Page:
Guidepost #16 – Ed Zuercher, City of Phoenix, AZ

Posted on November 14, 2014

Zuercher Connection

Ed Zuercher is the City Manager of Phoenix, Arizona.  Mr. Zuercher was appointed City Manager on Feb. 19, 2014. In this role, Zuercher is the Chief Administrative Officer for the city of Phoenix and oversees the largest council-manager form of government in the United States, with 14,500 city employees, including seven employee unions and associations.

Cookingham’s 16th guidepost: “Don’t pursue your program at a faster pace than the council, the employees and public can follow. You will always see plenty of things to do and have plenty of changes to make, but be sure that everyone understands why you are doing this and how it will benefit the city of its government before you proceed.”

A mayor I worked with a few years ago used to say about difficult zoning cases, “If you try to go fast, you’re going to go slow.” In other words, rushing the residents or City Council on a difficult land use decision involving community desires, public safety, property rights and other emotional subjects simply leads them to put on the brakes. In fact, it’s been said that managing in the local government environment is like driving a bus on which every passenger has a brake pedal.

We have to work hard to minimize unnecessary braking. Everything today – from Fast Company magazine car insurance commercials – tells us faster is better. In cases of commodity operations like the internet or the warehouse store, faster is more desirable. Who doesn’t want to download that airfare bargain instantly? But in local government, Cookingham had it right – unlike high-speed internet, the correct speed for success in public policy is not always the fastest. We don’t work in a commodity business in local government. We work with people who have changing and conflicting values and desires.

As University of Kansas professor John Nalbandian teaches, we work on problems with “no right answers” and we navigate the conflicting values of representation, individual rights, equity and efficiency considerations. Speed doesn’t always identify the answers or balance the conflicts.

Further complicating things, answers to very complex problems don’t simply exist; they have to be reached through dialogue, give-and-take, trial-and-error, and compromise. Since none of these is necessarily fast, how do we manage in this environment? In Phoenix in 2014, we solved a $37.7 million budget deficit through a four-month process beginning involving numerous Council meetings and over 20 public hearings, including over 2,000 participants both in person and on-line.

At the same time, we negotiated new contracts and agreements with our seven employee unions and associations. The result in May – compensation concessions, small revenue increases, and cuts to administrative costs – was not exactly what I as the manager proposed in February, or even in April.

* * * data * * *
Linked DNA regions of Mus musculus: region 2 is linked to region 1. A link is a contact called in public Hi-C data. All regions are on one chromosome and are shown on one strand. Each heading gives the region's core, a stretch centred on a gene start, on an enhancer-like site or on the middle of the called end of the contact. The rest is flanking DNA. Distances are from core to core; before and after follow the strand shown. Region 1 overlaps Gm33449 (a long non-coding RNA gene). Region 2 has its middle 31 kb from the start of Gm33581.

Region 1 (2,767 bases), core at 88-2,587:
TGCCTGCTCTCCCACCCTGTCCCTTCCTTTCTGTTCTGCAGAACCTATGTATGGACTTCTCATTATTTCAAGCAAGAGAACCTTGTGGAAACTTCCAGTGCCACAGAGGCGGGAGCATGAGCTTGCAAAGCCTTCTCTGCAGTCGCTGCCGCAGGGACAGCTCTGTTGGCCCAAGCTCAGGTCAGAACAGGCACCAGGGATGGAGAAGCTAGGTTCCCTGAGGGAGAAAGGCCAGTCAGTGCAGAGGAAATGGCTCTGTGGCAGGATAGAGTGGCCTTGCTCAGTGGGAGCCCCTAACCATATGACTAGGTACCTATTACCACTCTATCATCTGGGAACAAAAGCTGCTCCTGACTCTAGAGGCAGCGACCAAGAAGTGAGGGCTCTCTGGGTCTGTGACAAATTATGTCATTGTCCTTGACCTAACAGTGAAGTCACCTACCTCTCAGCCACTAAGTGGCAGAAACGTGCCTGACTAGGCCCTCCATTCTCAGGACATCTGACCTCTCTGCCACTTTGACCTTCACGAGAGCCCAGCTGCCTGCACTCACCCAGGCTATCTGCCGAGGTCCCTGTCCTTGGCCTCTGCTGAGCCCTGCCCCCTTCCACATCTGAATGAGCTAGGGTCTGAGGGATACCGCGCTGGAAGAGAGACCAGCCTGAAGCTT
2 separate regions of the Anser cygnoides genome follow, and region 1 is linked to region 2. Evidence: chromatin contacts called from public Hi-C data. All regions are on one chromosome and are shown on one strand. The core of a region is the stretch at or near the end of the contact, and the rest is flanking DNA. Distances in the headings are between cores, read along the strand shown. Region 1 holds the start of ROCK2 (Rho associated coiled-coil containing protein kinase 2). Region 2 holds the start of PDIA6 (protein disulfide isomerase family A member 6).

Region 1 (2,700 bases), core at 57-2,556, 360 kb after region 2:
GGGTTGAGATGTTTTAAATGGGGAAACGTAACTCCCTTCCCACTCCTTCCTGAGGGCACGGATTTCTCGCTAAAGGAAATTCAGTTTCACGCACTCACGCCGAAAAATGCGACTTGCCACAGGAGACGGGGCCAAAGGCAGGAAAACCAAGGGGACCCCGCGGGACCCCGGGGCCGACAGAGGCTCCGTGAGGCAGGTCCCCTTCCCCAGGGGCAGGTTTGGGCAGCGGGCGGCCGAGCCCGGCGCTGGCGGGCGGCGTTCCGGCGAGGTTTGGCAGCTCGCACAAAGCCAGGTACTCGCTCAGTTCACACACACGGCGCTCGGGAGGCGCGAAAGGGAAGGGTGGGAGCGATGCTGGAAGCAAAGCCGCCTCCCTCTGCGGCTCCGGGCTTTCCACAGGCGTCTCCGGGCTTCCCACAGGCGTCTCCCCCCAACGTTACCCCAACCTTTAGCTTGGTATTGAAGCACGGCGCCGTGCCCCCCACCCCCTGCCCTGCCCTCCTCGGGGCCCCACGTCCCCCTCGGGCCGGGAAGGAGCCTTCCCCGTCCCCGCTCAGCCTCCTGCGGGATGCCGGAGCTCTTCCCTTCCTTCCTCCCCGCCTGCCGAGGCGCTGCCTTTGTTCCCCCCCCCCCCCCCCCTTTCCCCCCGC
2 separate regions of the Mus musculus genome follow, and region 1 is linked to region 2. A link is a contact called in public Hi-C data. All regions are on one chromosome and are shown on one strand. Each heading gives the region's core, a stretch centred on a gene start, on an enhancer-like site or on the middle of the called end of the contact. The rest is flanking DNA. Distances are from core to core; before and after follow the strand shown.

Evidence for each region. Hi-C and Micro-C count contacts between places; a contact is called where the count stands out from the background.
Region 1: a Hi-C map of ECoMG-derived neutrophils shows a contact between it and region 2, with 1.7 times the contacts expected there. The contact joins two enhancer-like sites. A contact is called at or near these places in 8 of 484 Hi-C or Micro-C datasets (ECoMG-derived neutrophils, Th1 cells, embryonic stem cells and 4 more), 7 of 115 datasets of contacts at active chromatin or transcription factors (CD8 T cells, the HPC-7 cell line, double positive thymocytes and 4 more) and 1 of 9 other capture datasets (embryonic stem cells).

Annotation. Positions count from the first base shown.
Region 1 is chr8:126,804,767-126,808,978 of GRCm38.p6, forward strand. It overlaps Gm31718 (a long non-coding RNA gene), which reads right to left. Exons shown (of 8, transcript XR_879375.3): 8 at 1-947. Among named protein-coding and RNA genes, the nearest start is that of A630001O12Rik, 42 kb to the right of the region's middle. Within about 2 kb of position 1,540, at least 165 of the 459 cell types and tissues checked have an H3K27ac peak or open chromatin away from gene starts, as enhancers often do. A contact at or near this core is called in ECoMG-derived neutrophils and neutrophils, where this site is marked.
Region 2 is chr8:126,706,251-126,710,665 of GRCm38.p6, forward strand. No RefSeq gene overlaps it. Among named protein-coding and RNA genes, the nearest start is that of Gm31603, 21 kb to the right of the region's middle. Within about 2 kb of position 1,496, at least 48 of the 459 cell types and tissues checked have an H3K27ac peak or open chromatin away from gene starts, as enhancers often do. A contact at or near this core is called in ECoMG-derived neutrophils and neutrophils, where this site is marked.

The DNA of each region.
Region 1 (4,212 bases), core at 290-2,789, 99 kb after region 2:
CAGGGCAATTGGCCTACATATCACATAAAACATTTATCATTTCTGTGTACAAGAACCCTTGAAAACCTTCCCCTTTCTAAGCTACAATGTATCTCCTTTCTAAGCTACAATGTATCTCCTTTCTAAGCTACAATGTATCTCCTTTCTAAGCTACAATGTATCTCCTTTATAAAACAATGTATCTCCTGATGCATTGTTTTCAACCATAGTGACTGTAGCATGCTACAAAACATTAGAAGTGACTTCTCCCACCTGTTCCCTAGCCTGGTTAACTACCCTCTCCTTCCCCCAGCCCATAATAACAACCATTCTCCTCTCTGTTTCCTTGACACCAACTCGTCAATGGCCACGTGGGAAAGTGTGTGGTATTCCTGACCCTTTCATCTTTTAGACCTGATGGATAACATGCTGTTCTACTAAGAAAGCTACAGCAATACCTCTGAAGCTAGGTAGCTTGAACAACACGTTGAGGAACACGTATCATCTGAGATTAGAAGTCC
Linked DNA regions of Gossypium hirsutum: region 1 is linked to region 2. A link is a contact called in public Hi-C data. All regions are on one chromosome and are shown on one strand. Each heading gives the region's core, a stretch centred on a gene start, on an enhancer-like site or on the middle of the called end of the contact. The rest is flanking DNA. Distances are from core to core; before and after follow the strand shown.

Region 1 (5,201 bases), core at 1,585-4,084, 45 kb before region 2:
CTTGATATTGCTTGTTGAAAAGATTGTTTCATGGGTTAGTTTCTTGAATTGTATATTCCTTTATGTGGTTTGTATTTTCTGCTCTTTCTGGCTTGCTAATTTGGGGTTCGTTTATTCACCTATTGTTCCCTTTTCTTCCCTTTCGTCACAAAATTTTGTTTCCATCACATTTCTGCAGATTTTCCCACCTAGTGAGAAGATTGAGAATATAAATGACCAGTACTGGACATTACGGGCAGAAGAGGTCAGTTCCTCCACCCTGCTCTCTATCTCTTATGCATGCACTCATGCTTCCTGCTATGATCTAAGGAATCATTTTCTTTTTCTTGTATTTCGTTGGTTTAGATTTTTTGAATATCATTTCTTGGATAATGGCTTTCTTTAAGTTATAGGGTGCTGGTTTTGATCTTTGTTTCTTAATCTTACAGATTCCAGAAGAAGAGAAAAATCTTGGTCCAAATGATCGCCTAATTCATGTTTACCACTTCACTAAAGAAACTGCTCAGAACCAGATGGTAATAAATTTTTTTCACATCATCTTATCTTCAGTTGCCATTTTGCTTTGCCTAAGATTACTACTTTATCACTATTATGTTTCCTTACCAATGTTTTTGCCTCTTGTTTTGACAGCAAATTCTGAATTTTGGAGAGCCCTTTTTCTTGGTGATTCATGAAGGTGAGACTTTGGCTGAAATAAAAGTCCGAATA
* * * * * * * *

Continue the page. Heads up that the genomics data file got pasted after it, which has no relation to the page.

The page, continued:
In fact, it wouldn’t have been possible for a proposal in February to be the ultimate answer. We had to have time for the Council and the community to weigh in. It took time for everyone to agree that there was a budget deficit, and then to understand the options and trade-offs. Then it took time to reach a majority consensus about the right balance between contract concessions and saving jobs, or between keeping senior programs versus raising membership rates at senior centers.

And in the end, the Mayor and City Council led the community to a decision of shared solutions to solve our deficit, preserve services and maintain investment in the future without layoffs. Now, I am not saying that slow is good either. In a crisis, speed can be critical. When the fire is raging or the investigation is high-profile, the incident commander doesn’t have time to convene group dialogue.

But even then, blind speed isn’t the answer. Seasoned investigative detectives will tell you that moving too quickly on a case can lead to shortcuts and errors that hinder prosecution or delay justice down the line. What seems like speed can become delay.

After our budget difficulties this year, I put in place a process – we call it Comprehensive Organizational Review Exercise or CORE – for each department to engage from top to bottom with employees on how to do the work better and more efficiently and to decide what work is central to our mission and what isn’t.

It’s going to take the whole summer and fall. But already, groups large and small throughout our organization are talking with each other about the future, priorities and smarter ways to work. It’s not a fast process, but it’s the right one. And ultimately, the answers reached together will be theirs, not mine. It won’t be the speed of the internet, but it will be the speed of success.

Close window